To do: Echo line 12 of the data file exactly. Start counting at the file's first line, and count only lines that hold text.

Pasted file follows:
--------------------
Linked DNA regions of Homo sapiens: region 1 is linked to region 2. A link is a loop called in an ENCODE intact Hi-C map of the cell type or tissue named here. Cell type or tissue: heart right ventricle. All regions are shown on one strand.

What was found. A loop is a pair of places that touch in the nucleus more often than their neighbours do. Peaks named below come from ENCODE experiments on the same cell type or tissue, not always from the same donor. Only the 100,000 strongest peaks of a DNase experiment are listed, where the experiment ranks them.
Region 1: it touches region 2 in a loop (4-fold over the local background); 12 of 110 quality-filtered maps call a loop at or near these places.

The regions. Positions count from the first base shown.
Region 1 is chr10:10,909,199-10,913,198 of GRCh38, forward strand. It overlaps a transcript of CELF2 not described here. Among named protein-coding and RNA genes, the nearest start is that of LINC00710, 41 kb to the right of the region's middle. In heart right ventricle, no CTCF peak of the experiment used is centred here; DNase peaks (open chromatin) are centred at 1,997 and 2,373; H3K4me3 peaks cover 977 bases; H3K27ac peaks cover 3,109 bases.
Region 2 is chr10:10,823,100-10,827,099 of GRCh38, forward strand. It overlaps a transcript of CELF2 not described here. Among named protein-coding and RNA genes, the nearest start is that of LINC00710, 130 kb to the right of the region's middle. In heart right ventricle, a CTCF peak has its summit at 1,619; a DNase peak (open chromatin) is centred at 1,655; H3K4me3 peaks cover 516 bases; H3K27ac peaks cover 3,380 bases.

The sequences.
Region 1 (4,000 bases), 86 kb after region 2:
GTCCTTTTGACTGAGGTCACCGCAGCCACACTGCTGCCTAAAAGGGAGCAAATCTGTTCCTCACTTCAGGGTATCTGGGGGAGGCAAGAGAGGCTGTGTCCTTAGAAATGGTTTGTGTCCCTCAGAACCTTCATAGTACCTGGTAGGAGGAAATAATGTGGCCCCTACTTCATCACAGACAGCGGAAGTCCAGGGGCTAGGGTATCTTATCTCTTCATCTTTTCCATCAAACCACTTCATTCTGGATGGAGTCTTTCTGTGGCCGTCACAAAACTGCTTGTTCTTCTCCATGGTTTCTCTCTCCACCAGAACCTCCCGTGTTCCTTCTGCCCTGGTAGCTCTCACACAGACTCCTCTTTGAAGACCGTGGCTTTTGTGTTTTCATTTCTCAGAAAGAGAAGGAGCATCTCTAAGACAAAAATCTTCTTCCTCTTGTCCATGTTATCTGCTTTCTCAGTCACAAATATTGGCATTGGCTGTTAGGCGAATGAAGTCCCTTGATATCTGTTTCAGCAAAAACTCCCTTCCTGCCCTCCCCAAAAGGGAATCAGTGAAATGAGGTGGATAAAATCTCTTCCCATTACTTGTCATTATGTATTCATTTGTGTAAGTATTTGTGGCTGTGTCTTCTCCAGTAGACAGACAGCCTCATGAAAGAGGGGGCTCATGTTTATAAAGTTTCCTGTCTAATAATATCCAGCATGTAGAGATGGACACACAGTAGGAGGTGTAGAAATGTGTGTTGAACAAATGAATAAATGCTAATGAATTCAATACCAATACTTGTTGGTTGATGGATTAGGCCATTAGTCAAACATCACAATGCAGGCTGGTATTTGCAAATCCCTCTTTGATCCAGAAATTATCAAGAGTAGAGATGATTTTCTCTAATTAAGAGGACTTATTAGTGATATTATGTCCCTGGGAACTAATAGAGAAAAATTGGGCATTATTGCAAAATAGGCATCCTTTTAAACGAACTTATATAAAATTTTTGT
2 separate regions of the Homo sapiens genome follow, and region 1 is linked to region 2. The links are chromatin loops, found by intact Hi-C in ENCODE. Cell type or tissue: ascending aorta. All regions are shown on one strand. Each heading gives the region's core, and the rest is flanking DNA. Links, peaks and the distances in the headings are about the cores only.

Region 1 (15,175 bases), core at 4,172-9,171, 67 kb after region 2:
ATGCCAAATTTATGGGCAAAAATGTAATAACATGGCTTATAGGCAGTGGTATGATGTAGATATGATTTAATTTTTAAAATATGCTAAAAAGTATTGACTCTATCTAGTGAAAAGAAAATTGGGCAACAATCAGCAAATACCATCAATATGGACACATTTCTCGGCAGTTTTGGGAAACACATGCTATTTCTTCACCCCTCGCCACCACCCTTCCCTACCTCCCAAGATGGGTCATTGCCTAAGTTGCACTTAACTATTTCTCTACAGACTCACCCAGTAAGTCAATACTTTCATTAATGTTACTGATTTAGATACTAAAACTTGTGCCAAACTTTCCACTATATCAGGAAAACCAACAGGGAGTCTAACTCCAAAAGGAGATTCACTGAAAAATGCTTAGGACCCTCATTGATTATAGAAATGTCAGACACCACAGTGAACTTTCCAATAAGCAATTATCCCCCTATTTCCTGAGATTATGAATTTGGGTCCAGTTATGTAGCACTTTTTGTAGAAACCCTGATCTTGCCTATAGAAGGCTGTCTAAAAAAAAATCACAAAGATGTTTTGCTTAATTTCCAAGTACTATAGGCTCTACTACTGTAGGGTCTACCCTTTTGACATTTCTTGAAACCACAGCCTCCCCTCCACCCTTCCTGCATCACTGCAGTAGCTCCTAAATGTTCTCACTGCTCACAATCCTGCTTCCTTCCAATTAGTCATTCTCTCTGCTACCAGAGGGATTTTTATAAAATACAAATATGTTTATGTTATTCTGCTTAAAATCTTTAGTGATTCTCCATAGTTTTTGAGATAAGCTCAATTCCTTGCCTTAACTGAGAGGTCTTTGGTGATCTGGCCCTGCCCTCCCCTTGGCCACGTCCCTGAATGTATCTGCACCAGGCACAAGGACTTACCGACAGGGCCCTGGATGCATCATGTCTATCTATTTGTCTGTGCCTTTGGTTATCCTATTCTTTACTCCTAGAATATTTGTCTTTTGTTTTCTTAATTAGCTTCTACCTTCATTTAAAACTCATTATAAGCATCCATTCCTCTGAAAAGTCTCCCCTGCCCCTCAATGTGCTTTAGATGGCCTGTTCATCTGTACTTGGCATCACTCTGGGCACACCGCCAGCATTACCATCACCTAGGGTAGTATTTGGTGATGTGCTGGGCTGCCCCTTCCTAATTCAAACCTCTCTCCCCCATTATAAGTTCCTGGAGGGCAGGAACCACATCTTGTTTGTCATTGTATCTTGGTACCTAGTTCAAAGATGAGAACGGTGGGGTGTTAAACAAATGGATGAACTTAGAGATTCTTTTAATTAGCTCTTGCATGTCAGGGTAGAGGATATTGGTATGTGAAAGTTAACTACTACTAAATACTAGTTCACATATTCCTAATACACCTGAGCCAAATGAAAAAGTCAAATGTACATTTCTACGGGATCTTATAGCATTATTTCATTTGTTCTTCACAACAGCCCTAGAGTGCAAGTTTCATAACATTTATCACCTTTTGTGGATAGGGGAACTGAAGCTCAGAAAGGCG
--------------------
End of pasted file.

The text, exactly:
ATGCCAAATTTATGGGCAAAAATGTAATAACATGGCTTATAGGCAGTGGTATGATGTAGATATGATTTAATTTTTAAAATATGCTAAAAAGTATTGACTCTATCTAGTGAAAAGAAAATTGGGCAACAATCAGCAAATACCATCAATATGGACACATTTCTCGGCAGTTTTGGGAAACACATGCTATTTCTTCACCCCTCGCCACCACCCTTCCCTACCTCCCAAGATGGGTCATTGCCTAAGTTGCACTTAACTATTTCTCTACAGACTCACCCAGTAAGTCAATACTTTCATTAATGTTACTGATTTAGATACTAAAACTTGTGCCAAACTTTCCACTATATCAGGAAAACCAACAGGGAGTCTAACTCCAAAAGGAGATTCACTGAAAAATGCTTAGGACCCTCATTGATTATAGAAATGTCAGACACCACAGTGAACTTTCCAATAAGCAATTATCCCCCTATTTCCTGAGATTATGAATTTGGGTCCAGTTATGTAGCACTTTTTGTAGAAACCCTGATCTTGCCTATAGAAGGCTGTCTAAAAAAAAATCACAAAGATGTTTTGCTTAATTTCCAAGTACTATAGGCTCTACTACTGTAGGGTCTACCCTTTTGACATTTCTTGAAACCACAGCCTCCCCTCCACCCTTCCTGCATCACTGCAGTAGCTCCTAAATGTTCTCACTGCTCACAATCCTGCTTCCTTCCAATTAGTCATTCTCTCTGCTACCAGAGGGATTTTTATAAAATACAAATATGTTTATGTTATTCTGCTTAAAATCTTTAGTGATTCTCCATAGTTTTTGAGATAAGCTCAATTCCTTGCCTTAACTGAGAGGTCTTTGGTGATCTGGCCCTGCCCTCCCCTTGGCCACGTCCCTGAATGTATCTGCACCAGGCACAAGGACTTACCGACAGGGCCCTGGATGCATCATGTCTATCTATTTGTCTGTGCCTTTGGTTATCCTATTCTTTACTCCTAGAATATTTGTCTTTTGTTTTCTTAATTAGCTTCTACCTTCATTTAAAACTCATTATAAGCATCCATTCCTCTGAAAAGTCTCCCCTGCCCCTCAATGTGCTTTAGATGGCCTGTTCATCTGTACTTGGCATCACTCTGGGCACACCGCCAGCATTACCATCACCTAGGGTAGTATTTGGTGATGTGCTGGGCTGCCCCTTCCTAATTCAAACCTCTCTCCCCCATTATAAGTTCCTGGAGGGCAGGAACCACATCTTGTTTGTCATTGTATCTTGGTACCTAGTTCAAAGATGAGAACGGTGGGGTGTTAAACAAATGGATGAACTTAGAGATTCTTTTAATTAGCTCTTGCATGTCAGGGTAGAGGATATTGGTATGTGAAAGTTAACTACTACTAAATACTAGTTCACATATTCCTAATACACCTGAGCCAAATGAAAAAGTCAAATGTACATTTCTACGGGATCTTATAGCATTATTTCATTTGTTCTTCACAACAGCCCTAGAGTGCAAGTTTCATAACATTTATCACCTTTTGTGGATAGGGGAACTGAAGCTCAGAAAGGCG